A terror genius or a stoned hacker?
In the movie WarGames a geeky computer whizz-kid hacks into a Pentagon network and almost starts the third world war. Officers impressed by his technical acumen give the impression that a brilliant career - probably working for them - awaits.
Gary McKinnon is a real-life geek who hacked into US government computers, exposing gaping holes in security. His reward? American authorities want to put him in jail for 70 years.
They claim he perpetrated the 'biggest military hack of all time'.
Facing extradition to the United States under a controversial new British law, the 40-year-old Scot's miserable plight seems as unlikely as the script for the hit 1983 film.
Prosecutors paint McKinnon as a super-hacker who broke into US defence computers, sabotaged systems and stole secret information that might have been 'useful to an enemy'. Not long after the September 11 terrorist attacks, they say he rendered critical systems inoperable, causing US$700,000 worth of damage.
His mission: to 'influence and affect the US government by intimidation and coercion'.
If true, the location for McKinnon's unsettling online forays - a bedroom in his girlfriend's aunt's house in suburban north London - would certainly give hope to other hi-tech geeks plotting America's downfall.
He doesn't deny snooping on military servers, albeit from a painfully slow dial-up connection. McKinnon describes himself as a 'bumbling computer nerd' who was simply looking for evidence of UFOs. His vagueness on exactly what he uncovered is probably because he was 'smoking too much dope'.
So, evil terrorist or hapless hacker? It's a question that now seems destined to be argued in an American court, after British Home Secretary John Reid approved the extradition.
Not surprisingly, McKinnon - who has given few interviews since his arrest in 2002 - is horrified by the prospect of serving time across the Atlantic.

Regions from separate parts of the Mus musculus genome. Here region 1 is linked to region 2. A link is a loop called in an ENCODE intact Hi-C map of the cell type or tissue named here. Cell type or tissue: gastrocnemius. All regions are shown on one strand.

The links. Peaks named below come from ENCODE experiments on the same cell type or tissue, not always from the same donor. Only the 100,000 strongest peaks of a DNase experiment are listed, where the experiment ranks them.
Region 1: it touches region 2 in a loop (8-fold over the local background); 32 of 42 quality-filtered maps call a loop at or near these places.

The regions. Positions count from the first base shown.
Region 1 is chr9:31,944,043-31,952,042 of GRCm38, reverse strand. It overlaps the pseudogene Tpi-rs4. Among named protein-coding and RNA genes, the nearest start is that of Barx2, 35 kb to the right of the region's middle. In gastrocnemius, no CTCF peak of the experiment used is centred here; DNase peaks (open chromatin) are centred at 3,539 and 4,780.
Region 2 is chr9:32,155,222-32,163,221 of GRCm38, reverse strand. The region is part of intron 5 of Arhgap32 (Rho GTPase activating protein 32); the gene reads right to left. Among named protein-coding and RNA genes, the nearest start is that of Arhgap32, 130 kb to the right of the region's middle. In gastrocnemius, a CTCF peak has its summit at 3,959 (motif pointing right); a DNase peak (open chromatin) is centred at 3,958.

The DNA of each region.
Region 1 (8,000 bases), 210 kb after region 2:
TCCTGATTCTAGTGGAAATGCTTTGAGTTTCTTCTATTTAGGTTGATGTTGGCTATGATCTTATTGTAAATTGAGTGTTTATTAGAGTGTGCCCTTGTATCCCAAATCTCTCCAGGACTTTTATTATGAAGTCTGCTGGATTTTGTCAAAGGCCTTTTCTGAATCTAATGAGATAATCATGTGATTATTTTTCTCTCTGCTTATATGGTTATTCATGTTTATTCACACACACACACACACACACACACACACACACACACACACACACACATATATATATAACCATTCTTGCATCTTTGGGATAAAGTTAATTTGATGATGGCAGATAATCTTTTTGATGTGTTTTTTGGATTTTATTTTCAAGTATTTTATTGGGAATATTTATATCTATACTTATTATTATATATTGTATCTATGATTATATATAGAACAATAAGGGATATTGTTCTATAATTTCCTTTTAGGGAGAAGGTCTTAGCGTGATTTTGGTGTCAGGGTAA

'I'm sitting up all night thinking about jail, ' he told one reporter last year. 'It is absolutely terrifying. Especially because a friend of mine was on holiday in America once and was viciously attacked and ended up killing the guy who attacked him. He did 10 years in an American prison. He's quite a tough guy, and he said he had to fight tooth and nail every single day, not let up at all. And I'm thinking, 'I'm only a little nerd'.'
The chain-smoking hacker got his first computer when he was 14 and left his job as a hairdresser to do an IT degree at university, which he failed.
Despite the setback, McKinnon found work in the computing industry.
The hacking began in 1995 and soon developed into an obsession as McKinnon scoured the internet looking for holes in US government and military networks. 'I'd stopped washing at one point,' he told the BBC. 'I wasn't looking after myself. I wasn't eating properly. I was sitting around the house in my dressing gown, doing this all night.'
His tactics appear to have been unsettlingly simple. With the help of commercially available software he located machines using the Windows operating system that had no password or firewall protection. Supporters accuse US authorities of making him a scapegoat to disguise shortcomings in supposedly secure facilities.
McKinnon says he noticed a number of other hackers all over the world snooping on the same systems at the same time as him. Last year there were a reported 160,000 hacking attempts on Pentagon computer networks, many of them successful, and cyber attacks continue to be a huge security issue for the US government and military.